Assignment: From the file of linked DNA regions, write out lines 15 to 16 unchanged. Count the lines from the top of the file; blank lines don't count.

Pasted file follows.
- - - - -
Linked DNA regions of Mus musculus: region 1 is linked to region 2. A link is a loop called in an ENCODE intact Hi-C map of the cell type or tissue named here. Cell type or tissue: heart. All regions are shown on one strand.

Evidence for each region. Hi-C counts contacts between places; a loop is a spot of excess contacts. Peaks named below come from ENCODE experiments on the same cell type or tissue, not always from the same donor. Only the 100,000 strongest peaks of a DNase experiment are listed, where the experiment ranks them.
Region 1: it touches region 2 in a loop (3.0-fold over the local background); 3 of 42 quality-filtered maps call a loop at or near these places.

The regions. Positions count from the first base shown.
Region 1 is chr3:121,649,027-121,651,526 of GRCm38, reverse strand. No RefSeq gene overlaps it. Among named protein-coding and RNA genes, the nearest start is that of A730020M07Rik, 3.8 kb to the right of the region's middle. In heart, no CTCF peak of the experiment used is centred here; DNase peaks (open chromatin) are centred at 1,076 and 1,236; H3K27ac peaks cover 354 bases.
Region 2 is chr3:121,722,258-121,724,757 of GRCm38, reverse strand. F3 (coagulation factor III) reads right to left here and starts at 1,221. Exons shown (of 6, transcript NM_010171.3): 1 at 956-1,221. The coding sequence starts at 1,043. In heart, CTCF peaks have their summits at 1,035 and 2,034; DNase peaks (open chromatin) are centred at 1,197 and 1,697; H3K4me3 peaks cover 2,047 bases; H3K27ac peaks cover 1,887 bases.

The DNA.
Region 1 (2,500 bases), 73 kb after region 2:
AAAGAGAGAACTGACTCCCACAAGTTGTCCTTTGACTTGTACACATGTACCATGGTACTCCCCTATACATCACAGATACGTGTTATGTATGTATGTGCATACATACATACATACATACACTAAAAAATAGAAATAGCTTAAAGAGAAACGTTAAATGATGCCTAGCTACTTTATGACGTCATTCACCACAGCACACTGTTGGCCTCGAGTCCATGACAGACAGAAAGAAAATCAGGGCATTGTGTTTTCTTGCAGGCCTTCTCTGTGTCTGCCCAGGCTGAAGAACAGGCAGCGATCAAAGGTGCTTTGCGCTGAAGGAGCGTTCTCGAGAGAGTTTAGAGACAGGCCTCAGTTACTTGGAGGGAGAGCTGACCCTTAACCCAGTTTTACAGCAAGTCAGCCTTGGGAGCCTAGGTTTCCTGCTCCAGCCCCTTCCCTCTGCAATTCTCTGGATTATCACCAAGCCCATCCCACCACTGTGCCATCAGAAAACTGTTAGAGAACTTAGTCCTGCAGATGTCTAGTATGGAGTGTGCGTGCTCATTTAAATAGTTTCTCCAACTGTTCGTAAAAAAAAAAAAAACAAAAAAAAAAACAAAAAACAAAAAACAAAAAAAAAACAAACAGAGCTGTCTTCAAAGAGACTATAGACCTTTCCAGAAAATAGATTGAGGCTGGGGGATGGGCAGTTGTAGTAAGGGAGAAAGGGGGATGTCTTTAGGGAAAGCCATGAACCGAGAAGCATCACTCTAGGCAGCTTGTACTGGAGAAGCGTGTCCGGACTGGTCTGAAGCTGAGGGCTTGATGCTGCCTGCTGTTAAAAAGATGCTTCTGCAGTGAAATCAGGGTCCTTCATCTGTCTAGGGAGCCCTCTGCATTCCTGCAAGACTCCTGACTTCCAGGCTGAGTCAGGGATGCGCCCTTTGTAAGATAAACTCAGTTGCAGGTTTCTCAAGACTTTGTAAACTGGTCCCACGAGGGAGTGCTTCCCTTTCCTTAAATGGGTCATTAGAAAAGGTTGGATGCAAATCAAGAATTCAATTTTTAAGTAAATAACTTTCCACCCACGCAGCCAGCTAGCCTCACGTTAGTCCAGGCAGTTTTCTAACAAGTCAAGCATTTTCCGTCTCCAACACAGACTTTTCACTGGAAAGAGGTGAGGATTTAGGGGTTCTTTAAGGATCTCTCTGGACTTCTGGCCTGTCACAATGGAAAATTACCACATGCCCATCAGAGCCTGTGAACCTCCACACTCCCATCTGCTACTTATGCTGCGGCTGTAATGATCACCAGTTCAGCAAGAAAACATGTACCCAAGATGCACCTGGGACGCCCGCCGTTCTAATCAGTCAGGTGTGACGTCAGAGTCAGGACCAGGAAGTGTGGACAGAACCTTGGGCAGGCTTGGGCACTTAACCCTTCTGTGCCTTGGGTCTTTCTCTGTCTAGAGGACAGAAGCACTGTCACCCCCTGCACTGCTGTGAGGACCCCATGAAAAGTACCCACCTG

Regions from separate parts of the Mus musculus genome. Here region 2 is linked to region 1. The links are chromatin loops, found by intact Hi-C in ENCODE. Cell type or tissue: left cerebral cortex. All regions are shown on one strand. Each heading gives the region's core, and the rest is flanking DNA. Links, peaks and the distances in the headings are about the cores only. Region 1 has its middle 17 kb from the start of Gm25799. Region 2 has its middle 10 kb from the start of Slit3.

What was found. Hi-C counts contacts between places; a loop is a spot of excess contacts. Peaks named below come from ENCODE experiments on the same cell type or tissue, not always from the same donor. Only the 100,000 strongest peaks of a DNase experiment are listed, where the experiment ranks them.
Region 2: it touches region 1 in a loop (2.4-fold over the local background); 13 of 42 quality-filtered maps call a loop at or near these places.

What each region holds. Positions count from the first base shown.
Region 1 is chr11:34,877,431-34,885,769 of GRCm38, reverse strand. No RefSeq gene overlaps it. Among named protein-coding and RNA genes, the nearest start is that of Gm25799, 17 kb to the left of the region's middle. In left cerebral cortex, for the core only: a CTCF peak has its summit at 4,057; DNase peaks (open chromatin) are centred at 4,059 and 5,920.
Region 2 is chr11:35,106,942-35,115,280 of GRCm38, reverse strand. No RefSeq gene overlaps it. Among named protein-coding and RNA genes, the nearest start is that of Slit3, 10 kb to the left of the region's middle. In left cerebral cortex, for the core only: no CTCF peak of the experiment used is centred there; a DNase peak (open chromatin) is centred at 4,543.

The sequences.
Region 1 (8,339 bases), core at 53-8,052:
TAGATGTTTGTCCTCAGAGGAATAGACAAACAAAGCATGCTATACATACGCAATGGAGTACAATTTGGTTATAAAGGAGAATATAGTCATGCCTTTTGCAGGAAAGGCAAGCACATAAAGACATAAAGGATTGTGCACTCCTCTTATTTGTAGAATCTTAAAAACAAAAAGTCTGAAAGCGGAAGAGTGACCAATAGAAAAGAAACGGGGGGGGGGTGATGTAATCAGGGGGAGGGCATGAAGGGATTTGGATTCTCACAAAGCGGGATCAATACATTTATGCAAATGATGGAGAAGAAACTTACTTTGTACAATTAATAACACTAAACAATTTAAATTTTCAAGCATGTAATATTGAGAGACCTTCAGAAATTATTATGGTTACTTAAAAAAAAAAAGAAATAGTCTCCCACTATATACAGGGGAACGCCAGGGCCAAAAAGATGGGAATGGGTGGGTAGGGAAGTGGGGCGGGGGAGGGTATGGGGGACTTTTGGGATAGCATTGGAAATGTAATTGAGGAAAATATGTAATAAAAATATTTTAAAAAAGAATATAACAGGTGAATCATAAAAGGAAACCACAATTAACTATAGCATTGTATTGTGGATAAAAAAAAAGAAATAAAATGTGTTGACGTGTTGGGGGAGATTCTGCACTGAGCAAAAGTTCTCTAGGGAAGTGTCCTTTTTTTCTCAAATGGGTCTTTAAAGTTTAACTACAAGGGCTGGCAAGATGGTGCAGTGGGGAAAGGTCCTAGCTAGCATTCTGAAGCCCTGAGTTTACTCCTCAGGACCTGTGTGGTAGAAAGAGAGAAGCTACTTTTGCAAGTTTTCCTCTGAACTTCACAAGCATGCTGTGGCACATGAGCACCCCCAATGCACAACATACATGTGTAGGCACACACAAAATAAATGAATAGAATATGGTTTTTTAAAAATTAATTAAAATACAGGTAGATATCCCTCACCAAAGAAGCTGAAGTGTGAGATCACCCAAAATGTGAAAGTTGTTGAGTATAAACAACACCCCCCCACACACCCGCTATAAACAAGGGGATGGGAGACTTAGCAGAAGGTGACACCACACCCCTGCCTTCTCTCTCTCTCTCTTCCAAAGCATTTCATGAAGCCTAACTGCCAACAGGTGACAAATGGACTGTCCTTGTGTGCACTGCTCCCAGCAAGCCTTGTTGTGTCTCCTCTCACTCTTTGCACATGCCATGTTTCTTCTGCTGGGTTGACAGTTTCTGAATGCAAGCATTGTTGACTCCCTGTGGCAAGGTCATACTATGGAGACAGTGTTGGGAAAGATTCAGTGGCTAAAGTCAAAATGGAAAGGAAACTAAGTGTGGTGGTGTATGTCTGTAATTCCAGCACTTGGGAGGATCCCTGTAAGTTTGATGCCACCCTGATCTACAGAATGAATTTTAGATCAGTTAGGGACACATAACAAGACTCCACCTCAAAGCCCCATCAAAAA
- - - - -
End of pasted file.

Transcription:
Region 2 is chr11:35,106,942-35,115,280 of GRCm38, reverse strand. No RefSeq gene overlaps it. Among named protein-coding and RNA genes, the nearest start is that of Slit3, 10 kb to the left of the region's middle. In left cerebral cortex, for the core only: no CTCF peak of the experiment used is centred there; a DNase peak (open chromatin) is centred at 4,543.

The sequences.